This is how it was during the Reagan administration, because everyone from the President on down knew perfectly well that the intelligence official who not only had read the final version of an Estimate and signed off on it—but also played a major role in writing it—was the CIA director himself. Like every other member of the cabinet, Bill Casey was a busy man. But to Casey, being in charge of our intelligence service meant more than merely being its top administrator and dealing with budgets and bureaucracies. It meant that he himself was our country’s top intelligence analyst. When the final draft of an Estimate landed on his desk—more precisely, when I walked into his office and handed it to him—Casey would take that draft, pick up a pen and a yellow legal pad, and go through it word by word.
Sometimes he made a change that clarified a sentence. Other times he asked a question that forced us to go back and re-think what we’d written. When that happened, we either changed the draft or asked to meet with Casey to try and persuade him that the original version was better. He would listen and then make his decision. All of us who worked closely with Bill Casey—he insisted that everyone, including the CIA’s most junior analysts, call him Bill—were astounded by the amount of time he devoted to getting the final draft of an Estimate, or the final version of the President’s Daily Brief, just right. He did this by sitting quietly in his office, reading, writing, and—something that so few officials in Washington, D.C. set aside the time to do—thinking.
So why has our intelligence service suffered so many failures during the last decade or so, losing the trust of so many? Because it’s been run by career bureaucrats and administrators who rose to the top by managing intelligence rather than actually doing it. That’s like putting an airline executive with an MBA and a law degree into the cockpit of a jumbo jet. And like bureaucrats and administrators everywhere, our recent intelligence chiefs focused on structure rather than on people. Of course all organizations, including intelligence services, need the proper structure. But especially in an intelligence service, good structure is worthless without the right people—in this case world-class analysts who are deeply knowledgeable about the Mideast, China, Russia, terrorism, and all the rest. Make a list of our country’s leading experts on these subjects. How many of them have held top-level jobs in our intelligence service during the last dozen or so years? How often have the leaders of our intelligence service reached out to these people to seek their advice? The correct answers are: none and rarely.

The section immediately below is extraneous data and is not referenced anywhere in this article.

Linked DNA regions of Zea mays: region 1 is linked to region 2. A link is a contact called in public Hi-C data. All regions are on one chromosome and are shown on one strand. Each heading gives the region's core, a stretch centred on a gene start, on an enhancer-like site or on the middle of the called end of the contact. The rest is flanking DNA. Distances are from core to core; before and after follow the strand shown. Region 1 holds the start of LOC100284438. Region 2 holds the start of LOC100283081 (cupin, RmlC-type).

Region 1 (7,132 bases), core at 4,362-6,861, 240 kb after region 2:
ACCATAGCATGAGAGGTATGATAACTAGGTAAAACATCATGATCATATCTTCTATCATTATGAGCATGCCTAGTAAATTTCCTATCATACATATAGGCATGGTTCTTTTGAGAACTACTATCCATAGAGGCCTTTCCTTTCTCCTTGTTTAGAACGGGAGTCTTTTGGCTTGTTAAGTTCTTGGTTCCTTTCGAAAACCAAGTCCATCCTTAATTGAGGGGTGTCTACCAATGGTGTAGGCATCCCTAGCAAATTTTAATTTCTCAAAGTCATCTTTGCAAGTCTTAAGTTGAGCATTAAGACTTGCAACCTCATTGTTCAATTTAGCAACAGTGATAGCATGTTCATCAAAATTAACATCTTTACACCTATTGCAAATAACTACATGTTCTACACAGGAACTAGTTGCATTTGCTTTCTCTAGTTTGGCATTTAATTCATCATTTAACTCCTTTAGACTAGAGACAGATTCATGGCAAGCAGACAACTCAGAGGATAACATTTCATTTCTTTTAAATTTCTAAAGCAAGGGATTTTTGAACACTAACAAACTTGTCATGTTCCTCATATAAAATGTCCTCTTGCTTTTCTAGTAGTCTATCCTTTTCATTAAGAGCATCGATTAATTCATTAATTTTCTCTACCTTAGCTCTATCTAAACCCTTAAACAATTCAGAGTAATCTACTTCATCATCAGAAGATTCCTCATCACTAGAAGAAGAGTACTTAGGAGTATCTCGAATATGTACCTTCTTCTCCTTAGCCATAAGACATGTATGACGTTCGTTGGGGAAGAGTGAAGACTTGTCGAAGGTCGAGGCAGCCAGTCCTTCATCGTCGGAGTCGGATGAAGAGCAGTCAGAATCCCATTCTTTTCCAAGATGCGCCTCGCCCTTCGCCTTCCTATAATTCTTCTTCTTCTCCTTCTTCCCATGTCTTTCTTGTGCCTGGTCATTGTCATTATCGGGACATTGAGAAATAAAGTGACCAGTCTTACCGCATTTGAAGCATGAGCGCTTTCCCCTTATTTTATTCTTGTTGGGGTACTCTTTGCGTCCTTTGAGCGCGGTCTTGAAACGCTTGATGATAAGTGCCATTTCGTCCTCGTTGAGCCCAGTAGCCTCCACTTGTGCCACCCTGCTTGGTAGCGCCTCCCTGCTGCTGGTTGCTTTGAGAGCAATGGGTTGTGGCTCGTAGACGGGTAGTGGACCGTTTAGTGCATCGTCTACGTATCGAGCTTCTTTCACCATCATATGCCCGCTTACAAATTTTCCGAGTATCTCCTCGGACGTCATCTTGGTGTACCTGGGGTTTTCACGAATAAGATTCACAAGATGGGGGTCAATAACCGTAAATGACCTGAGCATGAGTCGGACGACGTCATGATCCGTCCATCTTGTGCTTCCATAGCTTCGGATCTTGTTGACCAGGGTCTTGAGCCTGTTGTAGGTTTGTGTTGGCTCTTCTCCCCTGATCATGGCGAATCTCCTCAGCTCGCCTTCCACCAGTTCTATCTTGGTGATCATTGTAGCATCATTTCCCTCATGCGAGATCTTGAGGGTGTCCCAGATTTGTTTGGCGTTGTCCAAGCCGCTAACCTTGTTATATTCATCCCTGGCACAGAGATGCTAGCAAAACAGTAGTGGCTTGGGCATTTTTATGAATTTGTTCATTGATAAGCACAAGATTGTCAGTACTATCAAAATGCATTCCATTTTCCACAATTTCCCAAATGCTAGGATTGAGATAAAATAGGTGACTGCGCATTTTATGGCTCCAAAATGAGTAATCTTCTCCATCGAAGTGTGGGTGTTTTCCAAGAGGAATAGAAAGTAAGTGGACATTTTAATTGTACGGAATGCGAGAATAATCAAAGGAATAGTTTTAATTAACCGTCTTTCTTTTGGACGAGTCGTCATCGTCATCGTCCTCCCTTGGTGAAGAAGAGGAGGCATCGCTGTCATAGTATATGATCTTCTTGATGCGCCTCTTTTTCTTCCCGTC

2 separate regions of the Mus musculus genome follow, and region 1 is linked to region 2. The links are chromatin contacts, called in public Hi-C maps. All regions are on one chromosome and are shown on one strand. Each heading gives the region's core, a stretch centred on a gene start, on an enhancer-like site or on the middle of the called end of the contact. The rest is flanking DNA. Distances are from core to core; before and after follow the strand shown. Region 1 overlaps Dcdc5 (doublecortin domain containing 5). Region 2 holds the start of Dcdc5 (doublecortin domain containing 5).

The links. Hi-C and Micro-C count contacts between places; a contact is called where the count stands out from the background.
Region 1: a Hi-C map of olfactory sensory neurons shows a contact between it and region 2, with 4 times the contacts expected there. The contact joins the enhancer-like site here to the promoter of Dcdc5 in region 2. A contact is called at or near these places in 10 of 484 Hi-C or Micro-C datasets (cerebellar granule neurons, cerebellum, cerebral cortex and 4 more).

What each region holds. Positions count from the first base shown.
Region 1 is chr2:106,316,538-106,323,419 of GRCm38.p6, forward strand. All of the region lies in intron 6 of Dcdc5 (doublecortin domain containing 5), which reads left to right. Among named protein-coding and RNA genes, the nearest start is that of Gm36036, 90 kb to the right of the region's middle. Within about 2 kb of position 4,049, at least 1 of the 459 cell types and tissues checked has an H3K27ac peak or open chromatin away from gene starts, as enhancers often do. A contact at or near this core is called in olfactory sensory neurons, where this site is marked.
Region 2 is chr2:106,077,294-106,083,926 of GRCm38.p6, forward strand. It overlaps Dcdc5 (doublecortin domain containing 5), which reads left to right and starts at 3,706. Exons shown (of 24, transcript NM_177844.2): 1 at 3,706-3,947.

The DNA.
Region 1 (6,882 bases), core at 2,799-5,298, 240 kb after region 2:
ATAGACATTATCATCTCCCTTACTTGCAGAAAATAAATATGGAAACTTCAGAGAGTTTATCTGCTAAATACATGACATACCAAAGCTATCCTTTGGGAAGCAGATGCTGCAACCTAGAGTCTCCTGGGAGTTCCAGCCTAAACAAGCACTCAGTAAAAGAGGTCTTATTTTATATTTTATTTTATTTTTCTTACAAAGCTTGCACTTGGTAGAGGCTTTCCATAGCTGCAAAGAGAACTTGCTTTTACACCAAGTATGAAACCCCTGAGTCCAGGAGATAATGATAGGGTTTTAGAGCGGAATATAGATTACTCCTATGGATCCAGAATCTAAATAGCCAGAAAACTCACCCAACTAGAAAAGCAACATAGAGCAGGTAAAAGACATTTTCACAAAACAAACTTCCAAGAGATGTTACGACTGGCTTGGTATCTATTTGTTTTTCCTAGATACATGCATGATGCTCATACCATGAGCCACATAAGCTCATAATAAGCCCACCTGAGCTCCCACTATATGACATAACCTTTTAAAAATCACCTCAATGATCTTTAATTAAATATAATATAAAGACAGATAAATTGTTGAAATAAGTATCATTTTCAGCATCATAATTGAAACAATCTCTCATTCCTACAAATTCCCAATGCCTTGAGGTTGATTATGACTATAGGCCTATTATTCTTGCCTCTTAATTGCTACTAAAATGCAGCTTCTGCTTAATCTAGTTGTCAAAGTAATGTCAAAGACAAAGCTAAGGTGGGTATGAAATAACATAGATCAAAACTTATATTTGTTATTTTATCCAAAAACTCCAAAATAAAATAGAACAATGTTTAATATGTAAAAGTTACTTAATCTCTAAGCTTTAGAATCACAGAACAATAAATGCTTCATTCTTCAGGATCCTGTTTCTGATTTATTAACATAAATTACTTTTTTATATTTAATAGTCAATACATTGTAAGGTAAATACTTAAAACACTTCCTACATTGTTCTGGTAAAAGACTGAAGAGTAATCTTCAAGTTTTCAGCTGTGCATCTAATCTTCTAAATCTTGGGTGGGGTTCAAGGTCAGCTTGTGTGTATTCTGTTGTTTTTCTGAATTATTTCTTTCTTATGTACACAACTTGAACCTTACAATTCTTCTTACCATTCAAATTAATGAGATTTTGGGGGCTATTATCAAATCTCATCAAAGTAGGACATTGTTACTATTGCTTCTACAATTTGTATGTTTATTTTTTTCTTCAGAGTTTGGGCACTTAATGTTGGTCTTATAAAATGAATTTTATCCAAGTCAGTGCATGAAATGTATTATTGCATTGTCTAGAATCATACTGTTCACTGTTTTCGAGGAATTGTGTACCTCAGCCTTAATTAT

We are still in the early days of the Trump administration, but to borrow an overused Washington cliché, we should be cautiously optimistic about the future of our intelligence service. Neither Director of National Intelligence Dan Coats nor Director of Central Intelligence Mike Pompeo are professional bureaucrats. They’ve built their careers on substance rather than on management. Each of them has proven he can talk about the key issues that confront us with an impressive level of personal knowledge and insight. Each is capable of actually doing intelligence rather than merely overseeing it.
This will require restoring the correct balance between collection and analysis. Obviously, collecting information is crucially important work. Collecting information through technology—satellites, intercepts, and so forth—is intense to the point of exhaustion. Collecting information through espionage is dangerous and sometimes fatal. All of us owe these collectors a huge debt of gratitude. What they need now is guidance from the top—a clear sense of what to look for, rather than just being told to sweep in whatever information they can in hopes it will prove useful.
Turning this raw material into first-rate intelligence will require the active participation of our country’s best geo-strategic experts in think tanks, universities, corporations, and increasingly the blogosphere. Directors Coats and Pompeo should recruit the ones they can, and be in close touch with the others. This doesn’t mean agreeing with everything these experts say and write. It means listening to them and blending their information and insights with what’s been gathered covertly, in order to reach the clearest, most accurate conclusions about what’s happening now and what’s likely to happen in the future.
Finally, Coats and Pompeo will need to do the one thing their recent predecessors didn’t do, either because they didn’t recognize the need to do it or didn’t have the ability. They will need to set aside time—quite a bit of time—to sit quietly in their offices and think. Their objective must be to paint an accurate picture of what’s going on in the world and of what’s likely to happen in the future. If they can do this, President Trump and his national security team will have what they need to see America safely through today’s global turbulence: radar.